C++ Programming/Software Internationalization/Text Encoding
Text, in particular the characters are used to generate readable text consists on the use of a character encoding scheme that pairs a sequence of characters from a given character set (sometimes referred to as code page) with something else, such as a sequence of natural numbers, octets or electrical pulses, in order to facilitate the use of its digital representation.
A easy to understand example would be Morse code, which encodes letters of the Latin alphabet as series of long and short depressions of a telegraph key; this is similar to how ASCII, encodes letters, numerals, and other symbols, as integers.
Text and data
Probably the most important use for a byte is holding a character code. Characters typed at the keyboard, displayed on the screen, and printed on the printer all have numeric values. To allow it to communicate with the rest of the world, the IBM PC uses a variant of the ASCII character set. There are 128 defined codes in the ASCII character set. IBM uses the remaining 128 possible values for extended character codes including European characters, graphic symbols, Greek letters, and math symbols.
In earlier days of computing, the introduction of coded character sets such as ASCII (1963) and EBCDIC (1964) began the process of standardization. The limitations of such sets soon became apparent, and a number of ad-hoc methods developed to extend them. The need to support multiple writing systems (Languages), including the CJK family of East Asian scripts, required support for a far larger number of characters and demanded a systematic approach to character encoding rather than the previous ad hoc approaches.
What's this about UNICODE?
Unicode is an industry standard whose goal is to provide the means by which text of all forms and languages can be encoded for use by computers. Unicode 6.1 was released in January 2012 and is the current version. It currently comprises over 109,000 characters from 93 scripts. Since Unicode is just a standard that assigns numbers to characters, there also needs to be methods for encoding these numbers as bytes. The three most common character encodings are UTF-8, UTF-16, and UTF-32, of which UTF-8 is by far the most frequently used.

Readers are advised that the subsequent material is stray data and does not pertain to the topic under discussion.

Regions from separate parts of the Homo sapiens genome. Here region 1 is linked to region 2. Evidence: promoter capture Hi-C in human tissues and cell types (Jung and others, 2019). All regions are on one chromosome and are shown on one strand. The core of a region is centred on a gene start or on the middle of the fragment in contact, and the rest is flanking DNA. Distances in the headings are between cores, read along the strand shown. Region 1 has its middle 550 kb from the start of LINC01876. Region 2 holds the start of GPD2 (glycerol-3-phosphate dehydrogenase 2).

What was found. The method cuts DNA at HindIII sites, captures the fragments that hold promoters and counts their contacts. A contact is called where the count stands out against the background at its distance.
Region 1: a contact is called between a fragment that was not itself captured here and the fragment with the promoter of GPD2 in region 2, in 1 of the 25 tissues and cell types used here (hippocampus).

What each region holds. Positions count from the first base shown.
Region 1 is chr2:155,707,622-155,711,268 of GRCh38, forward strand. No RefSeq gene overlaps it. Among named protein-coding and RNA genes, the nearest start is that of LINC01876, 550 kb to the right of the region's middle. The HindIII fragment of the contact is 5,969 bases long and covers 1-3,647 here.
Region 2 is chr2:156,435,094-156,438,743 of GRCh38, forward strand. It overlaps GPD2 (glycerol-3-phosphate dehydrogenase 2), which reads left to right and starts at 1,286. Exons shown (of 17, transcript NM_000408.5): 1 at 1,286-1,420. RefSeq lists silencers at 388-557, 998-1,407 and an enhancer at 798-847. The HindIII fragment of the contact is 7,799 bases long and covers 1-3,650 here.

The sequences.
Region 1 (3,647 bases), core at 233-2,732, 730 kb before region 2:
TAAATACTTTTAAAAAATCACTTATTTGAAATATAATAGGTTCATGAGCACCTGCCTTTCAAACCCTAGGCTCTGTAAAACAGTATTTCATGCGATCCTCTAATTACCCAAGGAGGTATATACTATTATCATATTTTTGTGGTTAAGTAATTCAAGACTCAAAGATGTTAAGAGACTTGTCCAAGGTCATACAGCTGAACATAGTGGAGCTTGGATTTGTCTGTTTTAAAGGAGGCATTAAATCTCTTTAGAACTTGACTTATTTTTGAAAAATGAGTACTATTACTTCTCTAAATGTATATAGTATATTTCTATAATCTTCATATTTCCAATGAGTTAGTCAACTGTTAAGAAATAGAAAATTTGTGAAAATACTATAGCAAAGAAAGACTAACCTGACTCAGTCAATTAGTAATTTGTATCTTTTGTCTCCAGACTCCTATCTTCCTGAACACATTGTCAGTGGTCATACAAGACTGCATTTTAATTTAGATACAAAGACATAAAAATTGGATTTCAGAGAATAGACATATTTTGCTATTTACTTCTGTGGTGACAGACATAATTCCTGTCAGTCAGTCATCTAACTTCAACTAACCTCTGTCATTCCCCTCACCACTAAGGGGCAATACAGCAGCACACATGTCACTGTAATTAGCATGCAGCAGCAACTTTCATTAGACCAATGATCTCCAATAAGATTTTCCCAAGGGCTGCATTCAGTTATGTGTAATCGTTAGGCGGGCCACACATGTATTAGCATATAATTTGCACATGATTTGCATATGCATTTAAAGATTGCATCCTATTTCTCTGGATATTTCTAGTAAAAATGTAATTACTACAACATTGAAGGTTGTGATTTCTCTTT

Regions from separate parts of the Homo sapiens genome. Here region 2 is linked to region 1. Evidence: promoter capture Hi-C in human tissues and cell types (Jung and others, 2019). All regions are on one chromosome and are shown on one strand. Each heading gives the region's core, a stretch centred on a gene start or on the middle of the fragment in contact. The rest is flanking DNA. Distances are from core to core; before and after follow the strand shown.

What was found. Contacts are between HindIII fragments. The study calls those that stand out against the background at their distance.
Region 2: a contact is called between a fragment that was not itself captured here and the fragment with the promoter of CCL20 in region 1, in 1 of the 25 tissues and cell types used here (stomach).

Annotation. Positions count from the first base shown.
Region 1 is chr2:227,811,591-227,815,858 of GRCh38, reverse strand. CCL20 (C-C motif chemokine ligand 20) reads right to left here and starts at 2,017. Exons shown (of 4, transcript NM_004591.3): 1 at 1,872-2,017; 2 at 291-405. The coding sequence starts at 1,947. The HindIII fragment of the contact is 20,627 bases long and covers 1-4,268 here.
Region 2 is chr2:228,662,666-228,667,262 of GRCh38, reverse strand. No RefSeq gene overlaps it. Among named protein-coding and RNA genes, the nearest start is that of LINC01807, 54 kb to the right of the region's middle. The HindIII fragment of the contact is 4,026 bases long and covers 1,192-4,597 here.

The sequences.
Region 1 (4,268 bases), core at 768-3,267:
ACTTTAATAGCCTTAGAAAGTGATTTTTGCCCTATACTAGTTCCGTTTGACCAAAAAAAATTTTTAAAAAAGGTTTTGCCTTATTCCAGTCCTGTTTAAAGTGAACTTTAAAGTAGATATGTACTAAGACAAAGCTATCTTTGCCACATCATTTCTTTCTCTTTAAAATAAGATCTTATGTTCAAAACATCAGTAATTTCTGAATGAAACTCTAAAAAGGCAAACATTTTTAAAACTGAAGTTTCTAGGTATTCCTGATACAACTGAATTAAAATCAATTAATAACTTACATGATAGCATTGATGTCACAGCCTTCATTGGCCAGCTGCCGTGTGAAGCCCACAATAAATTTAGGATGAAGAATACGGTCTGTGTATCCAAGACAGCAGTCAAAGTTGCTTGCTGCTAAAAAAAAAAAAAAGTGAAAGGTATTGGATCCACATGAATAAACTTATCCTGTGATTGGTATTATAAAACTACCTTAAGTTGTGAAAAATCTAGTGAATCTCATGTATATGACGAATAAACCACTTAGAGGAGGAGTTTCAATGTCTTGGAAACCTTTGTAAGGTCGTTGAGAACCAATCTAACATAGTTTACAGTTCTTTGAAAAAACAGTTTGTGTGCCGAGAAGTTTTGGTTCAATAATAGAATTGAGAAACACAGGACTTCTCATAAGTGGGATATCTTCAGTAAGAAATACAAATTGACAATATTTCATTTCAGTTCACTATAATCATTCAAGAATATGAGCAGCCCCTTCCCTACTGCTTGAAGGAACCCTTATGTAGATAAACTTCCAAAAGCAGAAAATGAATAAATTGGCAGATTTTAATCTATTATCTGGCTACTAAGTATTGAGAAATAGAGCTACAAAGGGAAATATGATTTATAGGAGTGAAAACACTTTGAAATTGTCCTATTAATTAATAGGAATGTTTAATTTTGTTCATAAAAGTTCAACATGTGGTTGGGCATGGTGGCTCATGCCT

In the Unicode standard, planes are groups of numerical values (code points) that point to specific characters. Unicode code points are logically divided into 17 planes, each with 65,536 (= 216) code points. Planes are identified by the numbers 0 to 16decimal, which corresponds with the possible values 00-10hexadecimal of the first two positions in six position format (hhhhhh). As of version 6.1, six of these planes have assigned code points (characters), and are named.
Plane 0 - Basic Multilingual Plane (BMP)
Plane 1 - Supplementary Multilingual Plane (SMP)
Plane 2 - Supplementary Ideographic Plane (SIP)
Planes 3–13 - Unassigned
Plane 14 - Supplementary Special-purpose Plane (SSP)
Planes 15–16 - Supplementary Private Use Area (S PUA A/B)
BMP and SMP
ISP and SSP
Currently, about ten percent of the potential space is used. Furthermore, ranges of characters have been tentatively mapped out for every current and ancient writing system (script) the Unicode consortium has been able to identify. While Unicode may eventually need to use another of the spare 11 planes for ideographic characters, other planes remain. Even if previously unknown scripts with tens of thousands of characters are discovered, the limit of 1,114,112 code points is unlikely to be reached in the near future. The Unicode consortium has stated that limit will never be changed.
The odd-looking limit (it is not a power of 2), is not due to UTF-8, which was designed with a limit of 231 code points (32768 planes), and can encode 221 code points (32 planes) even if limited to 4 bytes but is due to the design of UTF-16. In UTF-16 a "surrogate pair" of two 16-bit words is used to encode 220 code points 1 to 16, in addition to the use of single words to encode plane 0.
UTF-8 is a variable-length encoding of Unicode, using from 1 to 4 bytes for each character. It was designed for compatibility with ASCII, and as such, single-byte values represent the same character in UTF-8 as they do in ASCII. Because a UTF-8 stream doesn't contain '\0's, you may use it directly in your existing C++ code without any porting (except when counting the 'actual' number of character in it).
UTF-16 is also variable-length, but works in 16 bit units instead of 8, so each character is represented by either 2 or 4 bytes. This means that it is not compatible with ASCII.
Unlike the previous two encodings, UTF-32 is not variable-length: every character is represented by exactly 32-bits. This makes encoding and decoding easier, because the 4-byte value maps directly to the Unicode code space. The disadvantage is in space efficiency, as each character takes 4 bytes, no matter what it is.